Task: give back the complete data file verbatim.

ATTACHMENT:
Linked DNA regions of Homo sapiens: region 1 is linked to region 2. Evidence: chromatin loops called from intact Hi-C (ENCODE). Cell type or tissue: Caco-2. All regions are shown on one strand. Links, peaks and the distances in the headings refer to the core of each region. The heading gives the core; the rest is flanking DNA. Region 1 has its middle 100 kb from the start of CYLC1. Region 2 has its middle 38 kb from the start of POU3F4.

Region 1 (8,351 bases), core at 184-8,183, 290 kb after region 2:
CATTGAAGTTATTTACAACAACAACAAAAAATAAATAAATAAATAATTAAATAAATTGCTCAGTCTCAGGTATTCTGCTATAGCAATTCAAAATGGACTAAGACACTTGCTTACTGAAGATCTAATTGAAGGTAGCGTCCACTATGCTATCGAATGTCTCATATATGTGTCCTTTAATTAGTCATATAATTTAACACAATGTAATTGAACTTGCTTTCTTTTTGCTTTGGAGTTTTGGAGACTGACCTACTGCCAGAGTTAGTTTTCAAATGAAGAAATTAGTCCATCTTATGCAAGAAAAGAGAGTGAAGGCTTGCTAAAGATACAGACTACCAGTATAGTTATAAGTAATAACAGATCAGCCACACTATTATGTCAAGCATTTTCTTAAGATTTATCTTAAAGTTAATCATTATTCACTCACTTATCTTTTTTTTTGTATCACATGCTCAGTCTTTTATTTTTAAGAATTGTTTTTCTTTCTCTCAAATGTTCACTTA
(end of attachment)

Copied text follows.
Linked DNA regions of Homo sapiens: region 1 is linked to region 2. Evidence: chromatin loops called from intact Hi-C (ENCODE). Cell type or tissue: Caco-2. All regions are shown on one strand. Links, peaks and the distances in the headings refer to the core of each region. The heading gives the core; the rest is flanking DNA. Region 1 has its middle 100 kb from the start of CYLC1. Region 2 has its middle 38 kb from the start of POU3F4.

Region 1 (8,351 bases), core at 184-8,183, 290 kb after region 2:
CATTGAAGTTATTTACAACAACAACAAAAAATAAATAAATAAATAATTAAATAAATTGCTCAGTCTCAGGTATTCTGCTATAGCAATTCAAAATGGACTAAGACACTTGCTTACTGAAGATCTAATTGAAGGTAGCGTCCACTATGCTATCGAATGTCTCATATATGTGTCCTTTAATTAGTCATATAATTTAACACAATGTAATTGAACTTGCTTTCTTTTTGCTTTGGAGTTTTGGAGACTGACCTACTGCCAGAGTTAGTTTTCAAATGAAGAAATTAGTCCATCTTATGCAAGAAAAGAGAGTGAAGGCTTGCTAAAGATACAGACTACCAGTATAGTTATAAGTAATAACAGATCAGCCACACTATTATGTCAAGCATTTTCTTAAGATTTATCTTAAAGTTAATCATTATTCACTCACTTATCTTTTTTTTTGTATCACATGCTCAGTCTTTTATTTTTAAGAATTGTTTTTCTTTCTCTCAAATGTTCACTTA